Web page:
Police acted unlawfully in demanding legal observer hand over personal details and submit to filming after being kettled in trade union protest

Police acted unlawfully when they demanded that a legal observer who was kettled during a protest hand over her personal details and allow them to film her before she would be permitted to leave, the High Court has ruled.

Campaigners are claiming that the victory will force police to rethink their approach to demonstrations.
Susannah Mengesha said that the policing of the protest, which was run by trade unions and groups such as Occupy London, in November 2011 was “oppressive, aggressive and intimidating”. And two judges agreed with her today that police should never have forced her to hand over the information and should now delete it.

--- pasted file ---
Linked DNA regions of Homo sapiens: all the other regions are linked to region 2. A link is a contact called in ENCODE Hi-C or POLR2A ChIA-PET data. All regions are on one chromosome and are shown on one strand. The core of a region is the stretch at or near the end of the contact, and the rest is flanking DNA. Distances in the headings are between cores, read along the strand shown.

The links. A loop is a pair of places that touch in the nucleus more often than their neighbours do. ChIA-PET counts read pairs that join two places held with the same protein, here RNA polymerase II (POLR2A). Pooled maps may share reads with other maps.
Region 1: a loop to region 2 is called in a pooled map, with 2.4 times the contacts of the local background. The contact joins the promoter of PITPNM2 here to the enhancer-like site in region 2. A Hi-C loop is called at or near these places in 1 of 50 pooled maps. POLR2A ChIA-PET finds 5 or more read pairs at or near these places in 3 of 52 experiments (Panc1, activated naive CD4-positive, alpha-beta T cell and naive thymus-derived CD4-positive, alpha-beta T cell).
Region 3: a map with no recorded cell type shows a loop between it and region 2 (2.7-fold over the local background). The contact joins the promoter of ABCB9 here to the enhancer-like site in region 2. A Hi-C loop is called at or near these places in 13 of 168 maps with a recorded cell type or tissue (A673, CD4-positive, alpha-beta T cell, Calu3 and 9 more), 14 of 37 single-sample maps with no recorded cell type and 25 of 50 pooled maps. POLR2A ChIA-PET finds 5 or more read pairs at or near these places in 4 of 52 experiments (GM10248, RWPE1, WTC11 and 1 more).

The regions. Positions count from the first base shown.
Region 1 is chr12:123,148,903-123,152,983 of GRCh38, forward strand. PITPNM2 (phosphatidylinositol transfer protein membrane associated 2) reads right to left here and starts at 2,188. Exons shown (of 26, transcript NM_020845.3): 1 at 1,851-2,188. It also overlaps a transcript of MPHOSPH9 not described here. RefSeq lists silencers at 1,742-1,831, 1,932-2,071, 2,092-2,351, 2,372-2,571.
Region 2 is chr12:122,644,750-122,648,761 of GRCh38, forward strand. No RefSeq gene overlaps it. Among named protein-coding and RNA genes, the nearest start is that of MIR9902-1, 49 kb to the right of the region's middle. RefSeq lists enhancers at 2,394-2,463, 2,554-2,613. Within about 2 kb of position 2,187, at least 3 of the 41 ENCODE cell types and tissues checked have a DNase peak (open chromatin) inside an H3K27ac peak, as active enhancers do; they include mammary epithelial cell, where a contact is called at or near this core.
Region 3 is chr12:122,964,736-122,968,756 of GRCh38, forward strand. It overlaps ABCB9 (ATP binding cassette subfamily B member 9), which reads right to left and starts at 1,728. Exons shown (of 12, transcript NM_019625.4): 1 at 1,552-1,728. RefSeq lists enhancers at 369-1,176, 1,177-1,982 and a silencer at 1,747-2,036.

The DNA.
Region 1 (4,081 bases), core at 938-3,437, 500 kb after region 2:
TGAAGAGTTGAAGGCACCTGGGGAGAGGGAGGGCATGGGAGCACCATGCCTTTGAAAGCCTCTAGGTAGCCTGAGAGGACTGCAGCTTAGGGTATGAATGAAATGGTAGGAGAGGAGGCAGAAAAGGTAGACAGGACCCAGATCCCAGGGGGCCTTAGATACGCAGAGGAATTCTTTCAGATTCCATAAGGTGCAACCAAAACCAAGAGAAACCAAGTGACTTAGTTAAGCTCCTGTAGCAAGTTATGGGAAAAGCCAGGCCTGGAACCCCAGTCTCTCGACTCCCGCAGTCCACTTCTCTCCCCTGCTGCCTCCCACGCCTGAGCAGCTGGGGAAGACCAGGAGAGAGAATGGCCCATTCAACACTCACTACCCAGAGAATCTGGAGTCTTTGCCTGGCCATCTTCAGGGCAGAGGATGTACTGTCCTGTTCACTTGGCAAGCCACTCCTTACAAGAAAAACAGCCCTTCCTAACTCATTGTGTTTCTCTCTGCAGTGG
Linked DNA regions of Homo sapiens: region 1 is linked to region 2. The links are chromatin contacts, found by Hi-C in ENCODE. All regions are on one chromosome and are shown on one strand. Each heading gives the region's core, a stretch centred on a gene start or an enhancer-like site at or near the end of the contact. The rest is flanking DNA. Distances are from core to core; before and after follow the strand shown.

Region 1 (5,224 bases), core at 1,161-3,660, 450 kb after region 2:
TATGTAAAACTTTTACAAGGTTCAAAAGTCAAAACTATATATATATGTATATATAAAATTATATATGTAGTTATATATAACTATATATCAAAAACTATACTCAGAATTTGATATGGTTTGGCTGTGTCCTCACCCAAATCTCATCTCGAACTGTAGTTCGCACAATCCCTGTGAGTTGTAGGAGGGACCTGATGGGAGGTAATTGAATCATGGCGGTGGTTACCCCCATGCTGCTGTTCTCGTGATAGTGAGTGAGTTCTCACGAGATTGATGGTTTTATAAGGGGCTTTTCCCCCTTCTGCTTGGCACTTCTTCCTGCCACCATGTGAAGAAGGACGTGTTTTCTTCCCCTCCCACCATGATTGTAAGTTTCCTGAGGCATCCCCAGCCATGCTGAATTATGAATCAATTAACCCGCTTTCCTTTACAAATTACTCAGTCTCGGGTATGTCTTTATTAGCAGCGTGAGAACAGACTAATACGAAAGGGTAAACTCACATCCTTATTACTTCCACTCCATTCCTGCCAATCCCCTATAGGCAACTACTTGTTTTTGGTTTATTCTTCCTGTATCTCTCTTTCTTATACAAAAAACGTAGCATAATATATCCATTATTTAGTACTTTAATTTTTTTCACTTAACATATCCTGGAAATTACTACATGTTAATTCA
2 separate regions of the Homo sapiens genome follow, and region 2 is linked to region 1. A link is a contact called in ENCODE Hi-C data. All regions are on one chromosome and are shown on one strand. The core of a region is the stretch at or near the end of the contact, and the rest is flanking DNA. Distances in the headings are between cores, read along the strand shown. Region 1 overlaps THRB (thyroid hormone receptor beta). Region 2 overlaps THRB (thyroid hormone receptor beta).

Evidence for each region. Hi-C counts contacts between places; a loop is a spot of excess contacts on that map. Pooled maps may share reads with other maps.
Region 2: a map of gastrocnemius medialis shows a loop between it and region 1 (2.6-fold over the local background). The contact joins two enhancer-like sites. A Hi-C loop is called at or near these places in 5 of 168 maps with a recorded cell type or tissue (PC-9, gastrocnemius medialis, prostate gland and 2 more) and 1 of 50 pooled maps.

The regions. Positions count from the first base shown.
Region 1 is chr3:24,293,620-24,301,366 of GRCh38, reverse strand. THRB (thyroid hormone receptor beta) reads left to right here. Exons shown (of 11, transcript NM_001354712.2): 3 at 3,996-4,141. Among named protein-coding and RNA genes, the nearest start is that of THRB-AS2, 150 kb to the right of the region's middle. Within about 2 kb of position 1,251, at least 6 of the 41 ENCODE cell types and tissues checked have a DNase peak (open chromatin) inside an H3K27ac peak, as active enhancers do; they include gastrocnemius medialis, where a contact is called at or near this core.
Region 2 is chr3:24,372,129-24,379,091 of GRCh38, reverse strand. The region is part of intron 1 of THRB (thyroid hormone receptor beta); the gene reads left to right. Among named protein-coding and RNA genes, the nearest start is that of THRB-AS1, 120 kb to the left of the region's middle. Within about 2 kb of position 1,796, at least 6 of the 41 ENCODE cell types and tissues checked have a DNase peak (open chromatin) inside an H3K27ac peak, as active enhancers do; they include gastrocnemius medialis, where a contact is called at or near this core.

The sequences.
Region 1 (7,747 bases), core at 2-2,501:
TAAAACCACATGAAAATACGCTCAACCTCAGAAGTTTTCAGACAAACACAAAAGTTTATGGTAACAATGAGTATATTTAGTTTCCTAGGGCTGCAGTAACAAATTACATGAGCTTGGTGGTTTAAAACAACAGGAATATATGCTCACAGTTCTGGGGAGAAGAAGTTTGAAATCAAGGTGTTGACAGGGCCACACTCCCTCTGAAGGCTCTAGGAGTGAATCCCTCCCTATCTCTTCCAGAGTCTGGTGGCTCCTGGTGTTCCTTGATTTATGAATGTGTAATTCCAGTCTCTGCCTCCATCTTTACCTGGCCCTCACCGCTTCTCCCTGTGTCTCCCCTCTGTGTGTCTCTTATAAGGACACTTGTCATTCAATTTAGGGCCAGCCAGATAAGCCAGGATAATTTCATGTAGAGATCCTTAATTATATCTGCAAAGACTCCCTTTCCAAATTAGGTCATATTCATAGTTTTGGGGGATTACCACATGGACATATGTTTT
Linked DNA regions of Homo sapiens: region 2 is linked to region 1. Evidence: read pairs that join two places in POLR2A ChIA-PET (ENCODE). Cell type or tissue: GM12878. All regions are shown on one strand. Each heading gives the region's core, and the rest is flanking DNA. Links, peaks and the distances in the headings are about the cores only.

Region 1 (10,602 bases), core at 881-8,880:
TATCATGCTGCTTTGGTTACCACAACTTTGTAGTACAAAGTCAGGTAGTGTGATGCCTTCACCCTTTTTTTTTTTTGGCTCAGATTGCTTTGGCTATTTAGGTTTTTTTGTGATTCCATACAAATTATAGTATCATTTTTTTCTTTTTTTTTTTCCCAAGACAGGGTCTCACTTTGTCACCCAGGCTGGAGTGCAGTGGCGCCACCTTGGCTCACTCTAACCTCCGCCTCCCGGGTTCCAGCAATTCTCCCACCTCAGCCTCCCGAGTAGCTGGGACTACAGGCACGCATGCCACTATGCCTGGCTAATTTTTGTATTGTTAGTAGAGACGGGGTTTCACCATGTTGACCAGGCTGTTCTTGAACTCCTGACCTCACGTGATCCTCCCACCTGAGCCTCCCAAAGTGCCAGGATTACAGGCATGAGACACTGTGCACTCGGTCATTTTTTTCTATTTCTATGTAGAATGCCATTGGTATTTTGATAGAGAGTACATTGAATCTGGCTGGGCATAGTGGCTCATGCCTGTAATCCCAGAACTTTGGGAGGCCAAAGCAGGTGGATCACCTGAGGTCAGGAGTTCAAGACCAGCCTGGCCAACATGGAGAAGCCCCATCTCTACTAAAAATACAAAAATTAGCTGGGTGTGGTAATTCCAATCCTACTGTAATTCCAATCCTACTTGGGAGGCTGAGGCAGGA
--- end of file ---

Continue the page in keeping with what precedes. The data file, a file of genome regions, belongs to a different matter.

Around 100 people were trapped in a kettle in London’s West End by police after some of their number tried to occupy a building. After around 90 minutes, police started letting people leave in single file but required them to give their names, addresses and dates of birth, as well as to be filmed from head-to-toe.

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